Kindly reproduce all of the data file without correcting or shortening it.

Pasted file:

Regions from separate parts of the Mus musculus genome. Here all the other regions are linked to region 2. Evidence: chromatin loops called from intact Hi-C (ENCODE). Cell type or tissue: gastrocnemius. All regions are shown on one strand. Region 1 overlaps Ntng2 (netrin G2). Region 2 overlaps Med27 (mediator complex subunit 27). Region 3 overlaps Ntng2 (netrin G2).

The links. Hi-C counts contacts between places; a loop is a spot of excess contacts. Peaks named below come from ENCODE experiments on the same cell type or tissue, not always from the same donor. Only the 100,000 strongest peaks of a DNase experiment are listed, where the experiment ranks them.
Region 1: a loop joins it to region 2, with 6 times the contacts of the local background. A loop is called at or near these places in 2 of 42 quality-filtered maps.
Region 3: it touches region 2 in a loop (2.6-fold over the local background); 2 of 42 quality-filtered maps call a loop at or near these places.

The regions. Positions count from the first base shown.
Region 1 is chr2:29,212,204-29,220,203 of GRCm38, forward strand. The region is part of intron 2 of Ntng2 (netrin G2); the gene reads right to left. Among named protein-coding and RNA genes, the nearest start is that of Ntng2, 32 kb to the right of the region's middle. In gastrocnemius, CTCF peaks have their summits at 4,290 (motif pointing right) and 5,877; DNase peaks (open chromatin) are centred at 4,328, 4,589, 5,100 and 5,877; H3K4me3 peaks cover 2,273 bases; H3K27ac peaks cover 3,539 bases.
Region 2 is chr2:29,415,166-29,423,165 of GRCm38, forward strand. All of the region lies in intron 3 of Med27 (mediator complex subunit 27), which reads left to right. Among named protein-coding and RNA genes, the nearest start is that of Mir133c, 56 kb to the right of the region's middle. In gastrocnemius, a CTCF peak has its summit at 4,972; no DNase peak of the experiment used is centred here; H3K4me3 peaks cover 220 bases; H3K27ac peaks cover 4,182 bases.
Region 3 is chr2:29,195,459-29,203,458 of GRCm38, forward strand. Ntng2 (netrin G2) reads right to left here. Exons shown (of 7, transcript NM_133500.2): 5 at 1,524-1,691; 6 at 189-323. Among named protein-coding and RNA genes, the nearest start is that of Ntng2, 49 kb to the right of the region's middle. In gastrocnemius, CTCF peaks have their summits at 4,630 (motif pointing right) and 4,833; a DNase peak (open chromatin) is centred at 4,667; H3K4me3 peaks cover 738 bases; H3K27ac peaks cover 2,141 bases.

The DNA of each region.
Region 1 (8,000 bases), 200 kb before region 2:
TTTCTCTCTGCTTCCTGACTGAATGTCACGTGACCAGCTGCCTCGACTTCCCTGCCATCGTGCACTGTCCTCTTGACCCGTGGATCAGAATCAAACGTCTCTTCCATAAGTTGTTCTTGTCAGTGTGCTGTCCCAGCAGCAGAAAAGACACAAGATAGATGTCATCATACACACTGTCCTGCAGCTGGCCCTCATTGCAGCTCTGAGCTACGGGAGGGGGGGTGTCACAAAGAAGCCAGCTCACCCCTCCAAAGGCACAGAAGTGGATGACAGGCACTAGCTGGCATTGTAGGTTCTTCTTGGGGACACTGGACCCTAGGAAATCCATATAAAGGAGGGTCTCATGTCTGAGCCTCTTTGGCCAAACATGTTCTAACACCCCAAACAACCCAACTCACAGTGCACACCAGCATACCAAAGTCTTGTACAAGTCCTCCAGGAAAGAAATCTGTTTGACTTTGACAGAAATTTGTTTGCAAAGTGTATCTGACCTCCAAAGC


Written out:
Regions from separate parts of the Mus musculus genome. Here all the other regions are linked to region 2. Evidence: chromatin loops called from intact Hi-C (ENCODE). Cell type or tissue: gastrocnemius. All regions are shown on one strand. Region 1 overlaps Ntng2 (netrin G2). Region 2 overlaps Med27 (mediator complex subunit 27). Region 3 overlaps Ntng2 (netrin G2).

The links. Hi-C counts contacts between places; a loop is a spot of excess contacts. Peaks named below come from ENCODE experiments on the same cell type or tissue, not always from the same donor. Only the 100,000 strongest peaks of a DNase experiment are listed, where the experiment ranks them.
Region 1: a loop joins it to region 2, with 6 times the contacts of the local background. A loop is called at or near these places in 2 of 42 quality-filtered maps.
Region 3: it touches region 2 in a loop (2.6-fold over the local background); 2 of 42 quality-filtered maps call a loop at or near these places.

The regions. Positions count from the first base shown.
Region 1 is chr2:29,212,204-29,220,203 of GRCm38, forward strand. The region is part of intron 2 of Ntng2 (netrin G2); the gene reads right to left. Among named protein-coding and RNA genes, the nearest start is that of Ntng2, 32 kb to the right of the region's middle. In gastrocnemius, CTCF peaks have their summits at 4,290 (motif pointing right) and 5,877; DNase peaks (open chromatin) are centred at 4,328, 4,589, 5,100 and 5,877; H3K4me3 peaks cover 2,273 bases; H3K27ac peaks cover 3,539 bases.
Region 2 is chr2:29,415,166-29,423,165 of GRCm38, forward strand. All of the region lies in intron 3 of Med27 (mediator complex subunit 27), which reads left to right. Among named protein-coding and RNA genes, the nearest start is that of Mir133c, 56 kb to the right of the region's middle. In gastrocnemius, a CTCF peak has its summit at 4,972; no DNase peak of the experiment used is centred here; H3K4me3 peaks cover 220 bases; H3K27ac peaks cover 4,182 bases.
Region 3 is chr2:29,195,459-29,203,458 of GRCm38, forward strand. Ntng2 (netrin G2) reads right to left here. Exons shown (of 7, transcript NM_133500.2): 5 at 1,524-1,691; 6 at 189-323. Among named protein-coding and RNA genes, the nearest start is that of Ntng2, 49 kb to the right of the region's middle. In gastrocnemius, CTCF peaks have their summits at 4,630 (motif pointing right) and 4,833; a DNase peak (open chromatin) is centred at 4,667; H3K4me3 peaks cover 738 bases; H3K27ac peaks cover 2,141 bases.

The DNA of each region.
Region 1 (8,000 bases), 200 kb before region 2:
TTTCTCTCTGCTTCCTGACTGAATGTCACGTGACCAGCTGCCTCGACTTCCCTGCCATCGTGCACTGTCCTCTTGACCCGTGGATCAGAATCAAACGTCTCTTCCATAAGTTGTTCTTGTCAGTGTGCTGTCCCAGCAGCAGAAAAGACACAAGATAGATGTCATCATACACACTGTCCTGCAGCTGGCCCTCATTGCAGCTCTGAGCTACGGGAGGGGGGGTGTCACAAAGAAGCCAGCTCACCCCTCCAAAGGCACAGAAGTGGATGACAGGCACTAGCTGGCATTGTAGGTTCTTCTTGGGGACACTGGACCCTAGGAAATCCATATAAAGGAGGGTCTCATGTCTGAGCCTCTTTGGCCAAACATGTTCTAACACCCCAAACAACCCAACTCACAGTGCACACCAGCATACCAAAGTCTTGTACAAGTCCTCCAGGAAAGAAATCTGTTTGACTTTGACAGAAATTTGTTTGCAAAGTGTATCTGACCTCCAAAGC